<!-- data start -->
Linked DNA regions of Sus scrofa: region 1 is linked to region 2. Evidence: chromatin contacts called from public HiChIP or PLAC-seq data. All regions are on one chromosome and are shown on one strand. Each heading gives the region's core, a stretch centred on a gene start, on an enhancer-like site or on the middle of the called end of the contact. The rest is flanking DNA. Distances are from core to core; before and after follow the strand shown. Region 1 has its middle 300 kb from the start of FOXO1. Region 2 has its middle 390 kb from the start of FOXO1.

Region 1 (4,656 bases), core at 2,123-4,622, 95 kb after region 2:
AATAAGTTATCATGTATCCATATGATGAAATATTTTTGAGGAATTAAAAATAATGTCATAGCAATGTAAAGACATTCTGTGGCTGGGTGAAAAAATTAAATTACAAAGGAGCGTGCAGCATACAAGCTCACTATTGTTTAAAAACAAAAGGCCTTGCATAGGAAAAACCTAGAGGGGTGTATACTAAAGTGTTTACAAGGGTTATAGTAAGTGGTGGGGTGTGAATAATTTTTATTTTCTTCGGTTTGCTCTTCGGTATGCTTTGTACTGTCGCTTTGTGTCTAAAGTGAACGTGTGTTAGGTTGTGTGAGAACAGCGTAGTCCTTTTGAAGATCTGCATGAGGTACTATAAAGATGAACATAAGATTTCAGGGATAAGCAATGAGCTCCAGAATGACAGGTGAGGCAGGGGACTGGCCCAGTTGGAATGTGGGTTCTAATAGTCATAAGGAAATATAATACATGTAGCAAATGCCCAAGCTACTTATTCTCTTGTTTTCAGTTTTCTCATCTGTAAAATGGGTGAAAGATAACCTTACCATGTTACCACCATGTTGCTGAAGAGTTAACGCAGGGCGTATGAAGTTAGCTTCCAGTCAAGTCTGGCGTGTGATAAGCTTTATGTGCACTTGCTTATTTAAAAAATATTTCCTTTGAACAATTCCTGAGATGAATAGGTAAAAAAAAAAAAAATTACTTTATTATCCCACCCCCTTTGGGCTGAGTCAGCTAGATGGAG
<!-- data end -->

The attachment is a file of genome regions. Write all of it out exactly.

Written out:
Linked DNA regions of Sus scrofa: region 1 is linked to region 2. Evidence: chromatin contacts called from public HiChIP or PLAC-seq data. All regions are on one chromosome and are shown on one strand. Each heading gives the region's core, a stretch centred on a gene start, on an enhancer-like site or on the middle of the called end of the contact. The rest is flanking DNA. Distances are from core to core; before and after follow the strand shown. Region 1 has its middle 300 kb from the start of FOXO1. Region 2 has its middle 390 kb from the start of FOXO1.

Region 1 (4,656 bases), core at 2,123-4,622, 95 kb after region 2:
AATAAGTTATCATGTATCCATATGATGAAATATTTTTGAGGAATTAAAAATAATGTCATAGCAATGTAAAGACATTCTGTGGCTGGGTGAAAAAATTAAATTACAAAGGAGCGTGCAGCATACAAGCTCACTATTGTTTAAAAACAAAAGGCCTTGCATAGGAAAAACCTAGAGGGGTGTATACTAAAGTGTTTACAAGGGTTATAGTAAGTGGTGGGGTGTGAATAATTTTTATTTTCTTCGGTTTGCTCTTCGGTATGCTTTGTACTGTCGCTTTGTGTCTAAAGTGAACGTGTGTTAGGTTGTGTGAGAACAGCGTAGTCCTTTTGAAGATCTGCATGAGGTACTATAAAGATGAACATAAGATTTCAGGGATAAGCAATGAGCTCCAGAATGACAGGTGAGGCAGGGGACTGGCCCAGTTGGAATGTGGGTTCTAATAGTCATAAGGAAATATAATACATGTAGCAAATGCCCAAGCTACTTATTCTCTTGTTTTCAGTTTTCTCATCTGTAAAATGGGTGAAAGATAACCTTACCATGTTACCACCATGTTGCTGAAGAGTTAACGCAGGGCGTATGAAGTTAGCTTCCAGTCAAGTCTGGCGTGTGATAAGCTTTATGTGCACTTGCTTATTTAAAAAATATTTCCTTTGAACAATTCCTGAGATGAATAGGTAAAAAAAAAAAAAATTACTTTATTATCCCACCCCCTTTGGGCTGAGTCAGCTAGATGGAG